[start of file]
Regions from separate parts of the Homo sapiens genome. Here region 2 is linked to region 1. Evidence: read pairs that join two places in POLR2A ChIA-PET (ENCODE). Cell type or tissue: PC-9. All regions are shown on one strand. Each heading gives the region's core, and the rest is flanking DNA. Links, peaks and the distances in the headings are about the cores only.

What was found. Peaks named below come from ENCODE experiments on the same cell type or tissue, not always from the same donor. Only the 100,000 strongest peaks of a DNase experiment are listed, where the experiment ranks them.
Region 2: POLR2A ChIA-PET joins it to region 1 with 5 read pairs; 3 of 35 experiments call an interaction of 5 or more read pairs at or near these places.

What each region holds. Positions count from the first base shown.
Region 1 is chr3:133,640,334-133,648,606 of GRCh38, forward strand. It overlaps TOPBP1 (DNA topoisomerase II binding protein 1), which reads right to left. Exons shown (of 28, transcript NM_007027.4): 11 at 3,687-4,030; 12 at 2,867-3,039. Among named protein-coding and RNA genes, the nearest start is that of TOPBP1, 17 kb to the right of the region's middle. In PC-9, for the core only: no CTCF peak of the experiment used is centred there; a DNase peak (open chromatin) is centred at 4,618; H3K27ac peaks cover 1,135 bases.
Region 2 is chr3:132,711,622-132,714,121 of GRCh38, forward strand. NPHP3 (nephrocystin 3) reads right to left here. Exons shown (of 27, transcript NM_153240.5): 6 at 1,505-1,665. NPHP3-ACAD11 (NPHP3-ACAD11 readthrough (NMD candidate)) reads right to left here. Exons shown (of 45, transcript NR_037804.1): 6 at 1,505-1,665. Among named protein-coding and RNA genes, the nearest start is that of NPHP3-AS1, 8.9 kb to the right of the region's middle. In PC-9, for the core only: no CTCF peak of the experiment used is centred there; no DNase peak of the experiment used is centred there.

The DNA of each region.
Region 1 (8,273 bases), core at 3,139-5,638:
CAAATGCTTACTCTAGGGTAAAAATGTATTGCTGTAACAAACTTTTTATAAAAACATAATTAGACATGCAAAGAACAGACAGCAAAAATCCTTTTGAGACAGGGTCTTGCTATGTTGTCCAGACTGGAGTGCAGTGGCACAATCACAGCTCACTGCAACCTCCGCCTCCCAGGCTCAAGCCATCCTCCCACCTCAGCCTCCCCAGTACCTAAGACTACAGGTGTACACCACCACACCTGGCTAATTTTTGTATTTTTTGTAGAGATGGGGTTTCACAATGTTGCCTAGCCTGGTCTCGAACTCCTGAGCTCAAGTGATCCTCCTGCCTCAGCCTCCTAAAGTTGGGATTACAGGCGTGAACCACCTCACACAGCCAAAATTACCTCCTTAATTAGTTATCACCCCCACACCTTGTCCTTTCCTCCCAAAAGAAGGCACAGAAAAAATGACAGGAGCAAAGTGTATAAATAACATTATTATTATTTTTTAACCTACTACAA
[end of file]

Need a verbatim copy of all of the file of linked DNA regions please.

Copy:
Regions from separate parts of the Homo sapiens genome. Here region 2 is linked to region 1. Evidence: read pairs that join two places in POLR2A ChIA-PET (ENCODE). Cell type or tissue: PC-9. All regions are shown on one strand. Each heading gives the region's core, and the rest is flanking DNA. Links, peaks and the distances in the headings are about the cores only.

What was found. Peaks named below come from ENCODE experiments on the same cell type or tissue, not always from the same donor. Only the 100,000 strongest peaks of a DNase experiment are listed, where the experiment ranks them.
Region 2: POLR2A ChIA-PET joins it to region 1 with 5 read pairs; 3 of 35 experiments call an interaction of 5 or more read pairs at or near these places.

What each region holds. Positions count from the first base shown.
Region 1 is chr3:133,640,334-133,648,606 of GRCh38, forward strand. It overlaps TOPBP1 (DNA topoisomerase II binding protein 1), which reads right to left. Exons shown (of 28, transcript NM_007027.4): 11 at 3,687-4,030; 12 at 2,867-3,039. Among named protein-coding and RNA genes, the nearest start is that of TOPBP1, 17 kb to the right of the region's middle. In PC-9, for the core only: no CTCF peak of the experiment used is centred there; a DNase peak (open chromatin) is centred at 4,618; H3K27ac peaks cover 1,135 bases.
Region 2 is chr3:132,711,622-132,714,121 of GRCh38, forward strand. NPHP3 (nephrocystin 3) reads right to left here. Exons shown (of 27, transcript NM_153240.5): 6 at 1,505-1,665. NPHP3-ACAD11 (NPHP3-ACAD11 readthrough (NMD candidate)) reads right to left here. Exons shown (of 45, transcript NR_037804.1): 6 at 1,505-1,665. Among named protein-coding and RNA genes, the nearest start is that of NPHP3-AS1, 8.9 kb to the right of the region's middle. In PC-9, for the core only: no CTCF peak of the experiment used is centred there; no DNase peak of the experiment used is centred there.

The DNA of each region.
Region 1 (8,273 bases), core at 3,139-5,638:
CAAATGCTTACTCTAGGGTAAAAATGTATTGCTGTAACAAACTTTTTATAAAAACATAATTAGACATGCAAAGAACAGACAGCAAAAATCCTTTTGAGACAGGGTCTTGCTATGTTGTCCAGACTGGAGTGCAGTGGCACAATCACAGCTCACTGCAACCTCCGCCTCCCAGGCTCAAGCCATCCTCCCACCTCAGCCTCCCCAGTACCTAAGACTACAGGTGTACACCACCACACCTGGCTAATTTTTGTATTTTTTGTAGAGATGGGGTTTCACAATGTTGCCTAGCCTGGTCTCGAACTCCTGAGCTCAAGTGATCCTCCTGCCTCAGCCTCCTAAAGTTGGGATTACAGGCGTGAACCACCTCACACAGCCAAAATTACCTCCTTAATTAGTTATCACCCCCACACCTTGTCCTTTCCTCCCAAAAGAAGGCACAGAAAAAATGACAGGAGCAAAGTGTATAAATAACATTATTATTATTTTTTAACCTACTACAA